Vietnam Lecture focuses on 1968 presidential election impact

The 12th lecture in the Vietnam War Commemoration Lecture Series was conducted Nov. 27 at 6:30 p.m. in the Stove Factory Ballroom in downtown Leavenworth, Kansas (417 S. 2nd Street). A reception sponsored by the CGSC Foundation began at 6 p.m.

In this most recent lecture, Col. Pat Proctor, Ph.D., discussed the 1968 presidential election and its impact on the Vietnam War in the midst of one of the most tumultuous years in U.S. political history. In his presentation, Proctor discussed the domestic issues surrounding the debate on the nation’s participation in the Vietnam War, fractures in the Democratic Party, race politics and the generational divide and how all they converged to reshape the nation’s political landscape for the remainder of the Cold War.

Colonel Proctor is an active duty U.S. Army officer with more than 26 years of service and is a veteran of the conflicts both in Iraq and Afghanistan. He served with the small group of soldiers, scholars and diplomats working under General David Petraeus and Ambassador Ryan Crocker that created the strategy for the war in Iraq that came to be known as the Iraq “Surge.”

Proctor has written extensively on current affairs, military history, and military simulation topics with numerous articles in multiple publications. His book titles include: Blameless? The 1990s and the U.S. Army’s Role in Creating the Forever-Wars in Afghanistan and Iraq, Containment and Credibility: The Ideology and Deceptions that Plunged America into the Vietnam War, and Task Force Patriot and the End of Combat Operations in Iraq.

Col. Proctor earned his bachelor’s degree in mechanical engineering from Purdue University. He also holds three master’s degrees – one from the U.S. Army War College, one from the School of Advanced Military Studies (SAMS) and one from the U.S. Army Command and General Staff College. He also earned a doctorate in history from Kansas State University. Col. Proctor currently serves as a chief of operations group at the Mission Command Training Program (MCTP) at Fort Leavenworth, training the U.S. Army’s functional and multi-functional brigades.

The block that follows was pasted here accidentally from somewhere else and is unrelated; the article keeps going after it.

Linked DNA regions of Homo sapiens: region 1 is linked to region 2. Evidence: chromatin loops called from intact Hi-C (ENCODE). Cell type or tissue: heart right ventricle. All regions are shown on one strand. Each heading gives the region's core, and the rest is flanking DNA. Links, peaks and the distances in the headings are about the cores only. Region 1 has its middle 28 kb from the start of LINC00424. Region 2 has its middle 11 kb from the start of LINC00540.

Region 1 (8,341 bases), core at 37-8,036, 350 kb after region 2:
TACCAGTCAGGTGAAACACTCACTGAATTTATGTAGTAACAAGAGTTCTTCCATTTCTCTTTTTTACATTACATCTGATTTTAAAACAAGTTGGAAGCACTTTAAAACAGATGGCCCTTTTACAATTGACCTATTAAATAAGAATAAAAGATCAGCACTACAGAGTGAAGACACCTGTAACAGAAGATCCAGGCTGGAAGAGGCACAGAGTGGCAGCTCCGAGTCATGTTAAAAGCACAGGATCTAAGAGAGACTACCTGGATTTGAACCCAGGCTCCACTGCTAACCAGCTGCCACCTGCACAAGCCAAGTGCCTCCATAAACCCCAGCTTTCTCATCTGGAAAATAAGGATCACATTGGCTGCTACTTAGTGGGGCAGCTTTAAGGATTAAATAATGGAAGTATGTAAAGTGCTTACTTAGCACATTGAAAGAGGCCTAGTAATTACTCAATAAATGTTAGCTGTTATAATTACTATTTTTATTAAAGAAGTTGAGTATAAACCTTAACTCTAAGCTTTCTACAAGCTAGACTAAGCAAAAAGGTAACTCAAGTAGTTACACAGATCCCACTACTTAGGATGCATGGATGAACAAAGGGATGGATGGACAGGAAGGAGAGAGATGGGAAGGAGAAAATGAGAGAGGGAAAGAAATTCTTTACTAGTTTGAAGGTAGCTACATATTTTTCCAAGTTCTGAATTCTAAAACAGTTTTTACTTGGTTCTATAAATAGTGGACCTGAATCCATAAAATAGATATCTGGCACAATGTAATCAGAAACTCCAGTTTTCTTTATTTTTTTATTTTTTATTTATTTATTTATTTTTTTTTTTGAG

American involvement in Vietnam lasted 20 years and spanned three decades – from November 1, 1955 to May 15, 1975. Nine million Americans, approximately 7.2 million living today, served during that period. The nation has embarked on a commemoration of the war on its 50th anniversary to recognize those that served and to help the public learn about the war and the lessons it provides. The Vietnam War Commemoration Lecture Series is conducted in support of that commemoration. This lecture series is presented by CGSC’s Department of Military History, U.S. Army Garrison Fort Leavenworth and s­­upported by the CGSC Foundation and the Henry Leavenworth Chapter of AUSA. The CGSC Foundation has received additional support for the Vietnam lectures in academic year 2019 from First Command in Leavenworth, Kansas.

All lectures in the series are free and open to the public. For more information contact Col. (Ret.) Rod Cox, email–, or phone 913-82-7244. For more information about the commemoration on a national level, visit

For more photos from this lecture visit the album on the CGSC Foundation Flickr site.

View video of the full lecture below.

Col. Pat Proctor, Ph.D., presents the 12th lecture in the Vietnam War Commemoration Lecture Series on Nov. 27 at the Stove Factory Ballroom in downtown Leavenworth, Kansas.

  • "*" indicates required fields


    Sign up to receive updates by email. We do not sell or share your info.

    This field is for validation purposes and should be left unchanged.